DETROIT -- Jonathan Ericsson
-- at 6-foot-4, 206 pounds -- became a name whispered around the Anaheim Ducks dressing room at the morning skate prior to Game 1 of the Ducks-Red Wings Western Conference semifinals matchup Friday night.
The 25-year-old defenseman is one of those classic late-round, late-blooming Swedish draft choices -- he was the last pick in the 2002 Entry Draft -- the Red Wings have become known for. Ericsson became important in the pregame chatter when Wings coach Mike Babcock announced that defenseman Brian Rafalski would not be in the lineup. That means Ericsson will play alongside six-time Norris Trophy winner Nicklas Lidstrom
, and their main assignment in Game 1 will be stopping the potent line of Ryan Getzlaf, Corey Perry and Bobby Ryan.
"I've never seen him play," Perry said.
"Me either," added Getzlaf. "Only on TV. He's a big kid. Long reach. Ask Bobby. He may have seen him in the American Hockey League."
Hey, Bobby, Bobby Ryan. What can you tell us about Jonathan Ericsson
"Who?" he said. "I don't think I played against Grand Rapids. All I can say is he must be pretty good to get to play alongside Lidstrom. And they really must think a lot about him to use him in such an important game."
Whispers. Not a lot of insight. But you can be sure the Ducks' No. 1 line will know a lot more about Ericsson before they drop the puck.
According to Babcock, aside from being the 291st and last pick in 2002, Ericsson will look to the Ducks like a mirror-image of Chris Pronger, their own All-Star defenseman.
"Big body," Babcock said. "Actually, he looks like Chris Pronger. Except for the cross checking."
Big body. Actually, he looks like Chris Pronger. Except for the cross checking. - Mike Babcock on Ericcson
Big smile on the Detroit coach's face.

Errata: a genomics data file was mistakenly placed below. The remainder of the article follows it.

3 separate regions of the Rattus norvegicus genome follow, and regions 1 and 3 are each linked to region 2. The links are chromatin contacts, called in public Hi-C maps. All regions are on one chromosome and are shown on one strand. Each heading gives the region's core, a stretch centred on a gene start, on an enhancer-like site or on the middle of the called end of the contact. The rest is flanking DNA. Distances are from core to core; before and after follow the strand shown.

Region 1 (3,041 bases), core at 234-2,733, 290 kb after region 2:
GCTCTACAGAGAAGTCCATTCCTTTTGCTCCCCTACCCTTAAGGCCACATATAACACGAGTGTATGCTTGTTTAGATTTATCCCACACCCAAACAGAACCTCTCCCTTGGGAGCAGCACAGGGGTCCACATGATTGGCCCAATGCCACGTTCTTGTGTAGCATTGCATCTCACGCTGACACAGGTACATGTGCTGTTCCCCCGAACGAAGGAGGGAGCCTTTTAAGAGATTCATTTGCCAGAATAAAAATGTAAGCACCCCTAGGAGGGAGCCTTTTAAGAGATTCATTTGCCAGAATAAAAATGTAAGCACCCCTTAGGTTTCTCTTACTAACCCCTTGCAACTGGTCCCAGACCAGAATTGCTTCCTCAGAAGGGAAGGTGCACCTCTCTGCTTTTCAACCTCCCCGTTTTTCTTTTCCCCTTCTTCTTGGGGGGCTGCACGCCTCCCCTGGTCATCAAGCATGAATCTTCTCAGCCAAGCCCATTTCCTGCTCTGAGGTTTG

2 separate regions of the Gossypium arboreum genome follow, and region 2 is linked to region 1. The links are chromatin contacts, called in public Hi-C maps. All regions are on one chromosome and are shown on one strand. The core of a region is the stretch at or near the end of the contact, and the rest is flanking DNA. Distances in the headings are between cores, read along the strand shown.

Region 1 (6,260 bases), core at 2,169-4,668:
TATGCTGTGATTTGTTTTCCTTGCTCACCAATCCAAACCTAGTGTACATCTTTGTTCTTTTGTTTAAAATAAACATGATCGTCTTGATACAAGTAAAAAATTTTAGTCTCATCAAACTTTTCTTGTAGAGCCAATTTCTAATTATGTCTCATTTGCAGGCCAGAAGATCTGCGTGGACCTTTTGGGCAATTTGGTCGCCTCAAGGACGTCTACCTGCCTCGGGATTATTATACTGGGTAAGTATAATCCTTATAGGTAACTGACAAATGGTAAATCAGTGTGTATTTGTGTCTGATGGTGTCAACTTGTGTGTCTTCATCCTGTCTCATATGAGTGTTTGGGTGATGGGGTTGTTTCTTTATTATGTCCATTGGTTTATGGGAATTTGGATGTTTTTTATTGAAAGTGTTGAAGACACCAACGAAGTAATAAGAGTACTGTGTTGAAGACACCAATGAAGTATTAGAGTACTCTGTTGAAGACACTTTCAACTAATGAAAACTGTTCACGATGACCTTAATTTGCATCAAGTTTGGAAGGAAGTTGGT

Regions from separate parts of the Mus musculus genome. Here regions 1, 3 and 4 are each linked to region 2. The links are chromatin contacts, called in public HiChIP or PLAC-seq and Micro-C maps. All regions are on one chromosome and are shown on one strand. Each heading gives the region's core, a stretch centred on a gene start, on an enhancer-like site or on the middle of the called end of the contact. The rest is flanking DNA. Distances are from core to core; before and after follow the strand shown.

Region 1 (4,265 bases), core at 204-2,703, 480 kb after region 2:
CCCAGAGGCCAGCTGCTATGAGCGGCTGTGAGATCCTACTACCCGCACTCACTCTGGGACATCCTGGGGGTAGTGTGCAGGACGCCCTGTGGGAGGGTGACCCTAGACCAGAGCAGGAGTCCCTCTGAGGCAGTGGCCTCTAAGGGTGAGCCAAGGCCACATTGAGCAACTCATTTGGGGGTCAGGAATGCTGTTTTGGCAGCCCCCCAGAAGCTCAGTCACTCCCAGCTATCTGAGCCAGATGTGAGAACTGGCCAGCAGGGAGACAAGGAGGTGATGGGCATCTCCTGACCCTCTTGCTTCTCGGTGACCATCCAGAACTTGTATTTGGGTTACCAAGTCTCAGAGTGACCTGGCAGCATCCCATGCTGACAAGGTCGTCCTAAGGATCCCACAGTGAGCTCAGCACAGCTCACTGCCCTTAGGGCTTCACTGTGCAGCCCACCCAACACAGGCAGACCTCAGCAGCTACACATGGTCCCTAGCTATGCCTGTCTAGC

Ericsson is just another one of those multi-talented, mobile Detroit defensemen they seem to produce better than cars and trucks in the Motor City. Late bloomer? Maybe. But Babcock thought he was ready to play in Detroit last season. There just wasn't any room for Ericsson, until he was brought up when an injury spat hit the Red Wings’ defense. Babcock remembers having Ericsson and Niklas Kronwall
playing head-up on Jarome Iginla one night against Calgary in a 1-0 win.
"He's a big body, can really skate, can really pass the puck," Babcock added. "We like his ability just because he thinks the game well, but his size gives him a distinct advantage over a lot of other guys."
Ericsson was recalled from Grand Rapids in early May after defenseman Andreas Lilja was crushed in a fight with Nashville's Shea Weber, sustaining a concussion. Lilja still hasn't returned to the lineup, but Ericsson has certainly made his mark, getting 1 goal and 3 assists in 19 regular-season games.
His first playoff appearance was surreal -- he scored the game-winning goal in a three-goal second period explosion to lead the Red Wings to a 4-1 victory against Columbus on April 16.
"I wasn't nervous until a few minutes before the game and I saw how focused the guys were," Ericsson said. "That's when I knew how really important the game was to all of us.
"It's funny, but I didn't expect to be here more than two or three games when Andreas Lilja got hurt. But here I am, playing in the playoffs. All I know is I really want to be here. I was to feel like I belong. I don't doubt myself one bit."
As it turns out Ericsson and Kronwall, two unlikely goal scorers in that Game 1 win, lived in Kronwall's house in Detroit until just four days before the playoffs began.
"Did Nik throw you out?" I asked.
"No, my girlfriend (Evelina) finally arrived from Grand Rapids," Ericsson laughed. "We're still pals. We don't drive to practices or games together anymore, but we still have lunch regularly. What it came down to is: I never expected to be here this long, so she stayed there until I went back. And we thought it would be too big of an imposition on Nik to have my girlfriend and myself staying at his place."
And there are clearly no demotion issues anymore, not the way Ericsson has played.
When I asked Babcock for one more comment on his rookie defenseman, he replied, "I'd say he should be a Red Wing for, oh, about the next 15 years."
Now you know what the Ducks likely will find out when their Western Conference Semifinals series begins in Detroit Friday night and they see this big Chris Pronger-type defender out their against Anaheim's top line.
Author: Larry Wigge | NHL.com Columnist